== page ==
Protocol if lyme is detected early

by | Jun 28, 2009 | Columns, Healing Lyme, recent tick bites, Transmission

Dear Stephen,
If one has treated very early for lyme do you still recommend following your protocol for at least 60 days? Four days after finding a tick and the bite, I developed a headache and stiff neck. Being familiar with tick bites (I live on Martha’s Vineyard) I started a lyme protocol the next day. I cannot take antibiotics due to prior severe candidiasis and chronic fatigue some 10 years ago (it’s probably as bad for me to take antibiotics as having lyme would be) so I began an alternative regime. I did not include cat’s claw or resveratrol as I did not have your book yet. Instead I used other remedies—Ledum 30C (3x a day), olive leaf extract, sarsparilla, colloidal silver, oregano oil, citracidal and vitamin C. I had sent the tick out for testing and yesterday it came back as positive for lyme. At that point I realized I’d better up the ante—got your book—and got cat’s claw and resveratrol.
After eight days my stiff neck is 90% gone and the headache is mostly gone though I do still have some “insect crawling” sensations in my head (just a metaphor for how it feels). If one has dealt with lyme early, albeit partially, and is improving—how long should one take your remedies? Still for 60 days?

Stephen’s response:
I would use them for 60 days, yes. And I would definitely add 1000-3000 mg of astragalus immediately for at least 60 days. Your response was a very good one and probably helped reduce the impact of the infection considerably. I would add a sublingual B-12 (follow dosage on bottle) for the crawling sensations.

  • Stephen Harrod Buhner

    Stephen Harrod Buhner is an Earth poet and the award-winning author of twenty-three books on nature, indigenous cultures, the environment, and herbal medicine including the acclaimed book Healing Lyme: Natural Healing & Prevention of Lyme Borreliosis & Its Co-infections.

    Stephen comes from a long line of healers including Leroy Burney, Surgeon General of the United States under Eisenhower and Kennedy, and Elizabeth Lusterheide, a midwife and herbalist who worked in rural Indiana in the early nineteenth century. The greatest influence on his work, however, has been his great-grandfather C.G. Harrod who primarily used botanical medicines, also in rural Indiana, when he began his work as a physician in 1911.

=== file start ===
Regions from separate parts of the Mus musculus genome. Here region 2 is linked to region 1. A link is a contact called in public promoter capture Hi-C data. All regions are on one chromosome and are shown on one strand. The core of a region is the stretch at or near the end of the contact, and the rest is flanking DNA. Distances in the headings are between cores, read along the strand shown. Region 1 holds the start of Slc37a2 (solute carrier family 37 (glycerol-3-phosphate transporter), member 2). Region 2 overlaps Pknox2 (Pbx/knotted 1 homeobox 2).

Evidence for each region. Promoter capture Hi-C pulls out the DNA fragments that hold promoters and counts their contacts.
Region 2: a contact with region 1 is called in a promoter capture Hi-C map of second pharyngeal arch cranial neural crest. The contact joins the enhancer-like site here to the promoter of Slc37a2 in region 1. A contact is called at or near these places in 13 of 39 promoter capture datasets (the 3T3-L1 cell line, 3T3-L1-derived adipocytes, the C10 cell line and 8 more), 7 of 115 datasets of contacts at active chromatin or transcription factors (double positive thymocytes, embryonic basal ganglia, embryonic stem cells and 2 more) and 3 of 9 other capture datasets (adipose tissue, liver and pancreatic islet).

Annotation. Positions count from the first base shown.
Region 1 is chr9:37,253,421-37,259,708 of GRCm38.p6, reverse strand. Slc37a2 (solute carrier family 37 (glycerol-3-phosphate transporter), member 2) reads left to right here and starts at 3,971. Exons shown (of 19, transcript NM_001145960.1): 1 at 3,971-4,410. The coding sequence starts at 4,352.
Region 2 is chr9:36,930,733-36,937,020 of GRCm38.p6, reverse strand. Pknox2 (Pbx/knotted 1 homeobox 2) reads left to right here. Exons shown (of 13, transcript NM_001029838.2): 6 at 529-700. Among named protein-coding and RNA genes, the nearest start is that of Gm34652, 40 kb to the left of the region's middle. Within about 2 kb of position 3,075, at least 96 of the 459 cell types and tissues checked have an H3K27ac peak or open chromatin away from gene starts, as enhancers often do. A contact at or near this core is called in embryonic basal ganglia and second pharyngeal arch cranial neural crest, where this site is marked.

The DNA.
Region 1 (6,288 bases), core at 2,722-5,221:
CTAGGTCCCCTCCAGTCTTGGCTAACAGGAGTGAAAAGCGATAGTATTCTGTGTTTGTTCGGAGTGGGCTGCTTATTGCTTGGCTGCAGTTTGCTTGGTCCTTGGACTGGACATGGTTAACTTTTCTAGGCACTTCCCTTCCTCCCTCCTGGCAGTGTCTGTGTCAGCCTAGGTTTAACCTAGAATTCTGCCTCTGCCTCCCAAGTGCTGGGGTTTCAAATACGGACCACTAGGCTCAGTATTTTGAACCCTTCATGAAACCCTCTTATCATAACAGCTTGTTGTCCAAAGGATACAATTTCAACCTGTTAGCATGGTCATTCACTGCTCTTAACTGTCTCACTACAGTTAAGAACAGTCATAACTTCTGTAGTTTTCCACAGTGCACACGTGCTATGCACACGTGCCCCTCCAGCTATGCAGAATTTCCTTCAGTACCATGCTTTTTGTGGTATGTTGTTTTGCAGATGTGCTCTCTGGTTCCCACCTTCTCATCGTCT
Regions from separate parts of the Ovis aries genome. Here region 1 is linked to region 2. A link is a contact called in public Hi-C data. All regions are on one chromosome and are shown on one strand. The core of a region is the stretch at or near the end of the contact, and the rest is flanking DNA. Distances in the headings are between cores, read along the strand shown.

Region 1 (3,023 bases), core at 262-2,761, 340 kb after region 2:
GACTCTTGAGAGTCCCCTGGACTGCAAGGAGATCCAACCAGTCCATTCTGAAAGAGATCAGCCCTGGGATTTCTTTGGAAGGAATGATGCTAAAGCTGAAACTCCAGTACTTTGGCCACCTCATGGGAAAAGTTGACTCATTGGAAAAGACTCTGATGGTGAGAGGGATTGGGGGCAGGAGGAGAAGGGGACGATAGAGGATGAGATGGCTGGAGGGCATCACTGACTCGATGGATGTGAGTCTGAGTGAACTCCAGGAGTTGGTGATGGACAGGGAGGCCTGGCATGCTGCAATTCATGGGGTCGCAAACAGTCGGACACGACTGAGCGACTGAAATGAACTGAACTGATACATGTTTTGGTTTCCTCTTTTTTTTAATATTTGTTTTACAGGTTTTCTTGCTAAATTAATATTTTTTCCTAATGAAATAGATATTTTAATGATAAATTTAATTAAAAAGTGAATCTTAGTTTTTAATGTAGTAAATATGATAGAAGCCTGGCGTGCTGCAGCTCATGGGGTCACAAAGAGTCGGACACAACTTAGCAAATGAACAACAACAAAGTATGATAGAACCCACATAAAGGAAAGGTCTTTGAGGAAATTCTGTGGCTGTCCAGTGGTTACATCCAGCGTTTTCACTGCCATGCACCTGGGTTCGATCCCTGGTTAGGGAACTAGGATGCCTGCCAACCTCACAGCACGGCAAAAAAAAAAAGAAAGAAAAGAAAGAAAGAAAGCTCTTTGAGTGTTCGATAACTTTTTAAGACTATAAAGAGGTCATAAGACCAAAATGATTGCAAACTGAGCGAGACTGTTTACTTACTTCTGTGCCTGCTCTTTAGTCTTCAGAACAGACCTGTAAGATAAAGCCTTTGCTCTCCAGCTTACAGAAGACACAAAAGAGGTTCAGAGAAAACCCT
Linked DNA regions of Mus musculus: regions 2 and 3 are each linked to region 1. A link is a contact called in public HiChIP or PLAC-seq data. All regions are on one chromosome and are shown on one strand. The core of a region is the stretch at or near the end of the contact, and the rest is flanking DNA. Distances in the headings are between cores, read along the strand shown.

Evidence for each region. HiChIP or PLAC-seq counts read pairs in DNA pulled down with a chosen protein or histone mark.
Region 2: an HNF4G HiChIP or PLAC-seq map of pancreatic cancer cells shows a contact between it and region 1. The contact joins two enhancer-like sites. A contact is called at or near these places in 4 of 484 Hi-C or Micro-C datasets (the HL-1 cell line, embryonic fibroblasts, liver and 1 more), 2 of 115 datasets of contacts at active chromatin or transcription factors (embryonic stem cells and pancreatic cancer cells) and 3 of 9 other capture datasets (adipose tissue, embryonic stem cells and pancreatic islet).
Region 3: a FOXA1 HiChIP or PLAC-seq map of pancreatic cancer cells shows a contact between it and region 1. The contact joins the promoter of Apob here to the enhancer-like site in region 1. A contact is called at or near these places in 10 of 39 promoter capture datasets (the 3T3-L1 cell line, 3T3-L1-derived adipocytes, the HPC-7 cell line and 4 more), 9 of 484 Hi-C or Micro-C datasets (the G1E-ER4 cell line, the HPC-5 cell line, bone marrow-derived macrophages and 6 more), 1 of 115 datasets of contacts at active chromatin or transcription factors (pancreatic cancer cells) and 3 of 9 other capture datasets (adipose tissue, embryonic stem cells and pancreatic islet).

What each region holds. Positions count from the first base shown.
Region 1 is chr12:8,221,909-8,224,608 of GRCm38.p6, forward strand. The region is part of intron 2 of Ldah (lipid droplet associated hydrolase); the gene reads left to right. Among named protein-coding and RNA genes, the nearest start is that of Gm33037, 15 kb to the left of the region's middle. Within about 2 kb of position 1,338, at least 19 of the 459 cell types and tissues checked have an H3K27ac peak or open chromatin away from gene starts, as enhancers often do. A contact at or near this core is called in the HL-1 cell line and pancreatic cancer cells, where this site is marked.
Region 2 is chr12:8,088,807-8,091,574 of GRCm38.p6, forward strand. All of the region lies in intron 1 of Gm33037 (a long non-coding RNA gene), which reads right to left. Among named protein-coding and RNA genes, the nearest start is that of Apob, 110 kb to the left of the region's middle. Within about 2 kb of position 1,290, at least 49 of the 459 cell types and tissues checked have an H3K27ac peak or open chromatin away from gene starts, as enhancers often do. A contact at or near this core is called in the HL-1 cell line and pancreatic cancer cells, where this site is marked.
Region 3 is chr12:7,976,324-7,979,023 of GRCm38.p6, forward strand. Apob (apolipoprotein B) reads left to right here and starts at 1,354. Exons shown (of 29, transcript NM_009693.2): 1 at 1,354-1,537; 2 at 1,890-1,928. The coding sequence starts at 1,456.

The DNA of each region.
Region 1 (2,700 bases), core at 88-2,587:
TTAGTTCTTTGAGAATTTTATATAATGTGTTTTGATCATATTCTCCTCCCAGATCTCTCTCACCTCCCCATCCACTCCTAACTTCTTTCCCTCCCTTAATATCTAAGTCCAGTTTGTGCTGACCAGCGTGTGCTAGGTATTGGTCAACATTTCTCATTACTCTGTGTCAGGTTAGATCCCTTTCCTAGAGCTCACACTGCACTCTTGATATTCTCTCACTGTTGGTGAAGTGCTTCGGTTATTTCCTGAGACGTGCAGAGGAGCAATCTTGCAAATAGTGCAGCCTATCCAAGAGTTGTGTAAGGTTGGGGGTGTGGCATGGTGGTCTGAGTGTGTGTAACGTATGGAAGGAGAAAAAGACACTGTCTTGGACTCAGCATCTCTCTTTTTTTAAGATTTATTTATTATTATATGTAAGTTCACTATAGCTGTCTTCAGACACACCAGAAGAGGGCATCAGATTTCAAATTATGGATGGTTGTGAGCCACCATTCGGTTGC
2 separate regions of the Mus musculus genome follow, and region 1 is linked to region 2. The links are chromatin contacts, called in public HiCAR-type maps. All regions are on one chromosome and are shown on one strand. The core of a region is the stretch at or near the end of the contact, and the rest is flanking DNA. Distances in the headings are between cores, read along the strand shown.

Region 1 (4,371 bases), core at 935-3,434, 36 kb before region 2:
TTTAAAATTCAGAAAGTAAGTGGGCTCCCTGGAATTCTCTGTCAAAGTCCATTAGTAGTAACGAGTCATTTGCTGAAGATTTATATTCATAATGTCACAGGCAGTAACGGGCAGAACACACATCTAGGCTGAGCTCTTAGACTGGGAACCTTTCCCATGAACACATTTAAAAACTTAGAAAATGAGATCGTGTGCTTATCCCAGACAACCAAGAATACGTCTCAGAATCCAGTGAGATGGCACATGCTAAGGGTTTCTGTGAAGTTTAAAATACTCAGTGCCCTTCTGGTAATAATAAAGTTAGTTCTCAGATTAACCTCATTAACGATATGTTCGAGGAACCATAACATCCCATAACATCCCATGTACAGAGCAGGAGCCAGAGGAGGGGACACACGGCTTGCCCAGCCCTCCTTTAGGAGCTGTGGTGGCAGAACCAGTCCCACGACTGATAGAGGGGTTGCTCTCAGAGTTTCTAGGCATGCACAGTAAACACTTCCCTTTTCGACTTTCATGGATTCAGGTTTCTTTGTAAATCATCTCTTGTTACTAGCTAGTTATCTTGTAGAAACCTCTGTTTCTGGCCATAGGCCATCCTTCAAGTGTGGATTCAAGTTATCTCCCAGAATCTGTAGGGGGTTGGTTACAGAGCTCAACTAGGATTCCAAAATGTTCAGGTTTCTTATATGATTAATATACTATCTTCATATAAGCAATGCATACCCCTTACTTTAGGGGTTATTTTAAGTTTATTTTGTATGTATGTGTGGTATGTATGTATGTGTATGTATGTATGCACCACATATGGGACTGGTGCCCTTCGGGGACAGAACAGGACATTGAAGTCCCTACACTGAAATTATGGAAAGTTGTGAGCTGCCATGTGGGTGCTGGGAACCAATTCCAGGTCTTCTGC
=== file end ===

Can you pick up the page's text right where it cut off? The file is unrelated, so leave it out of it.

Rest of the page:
Stephen’s work has appeared or been profiled in publications throughout North America and Europe including Common Boundary, Apotheosis, Shaman’s Drum, The New York Times, CNN, and Good Morning America. Stephen lectures yearly throughout the United States on herbal medicine, the sacredness of plants, the intelligence of Nature, and the states of mind necessary for successful habitation of Earth.

    He is a tireless advocate for the reincorporation of the exploratory artist, independent scholar, amateur naturalist, and citizen scientist in American society – especially as a counterweight to the influence of corporate science and technology.

This protocol was incredible. After only a few weeks most of my symptoms were gone. After six months all my symptoms were gone… it has given me my life back.

– Amazon review by Joseph

Please note:

Stephen Buhner has retired from answering questions here, but this Q + A column on Planet Thrive is kept open so readers can access vital information in the archives, communicate with each other in the comments section, and find herbs, books + lyme adjuncts in our directory. If you want to reach Stephen, please try contacting him through his personal website at

You May Also Like …

Natural solutions for PMS

Natural solutions for PMS

Dear Susun, Is there something natural that would help with severe pre-menstrual syndrome (PMS)? I’m completely done with trying antidepressants. But I still suffer and could really use some help.

read more


Dear Susun, Have you ever worked with adhesions? I have them all throughout my abdominal/pelvic area, esophagus, diaphragm, ribs, and lungs.

read more


empowering the environmental illness community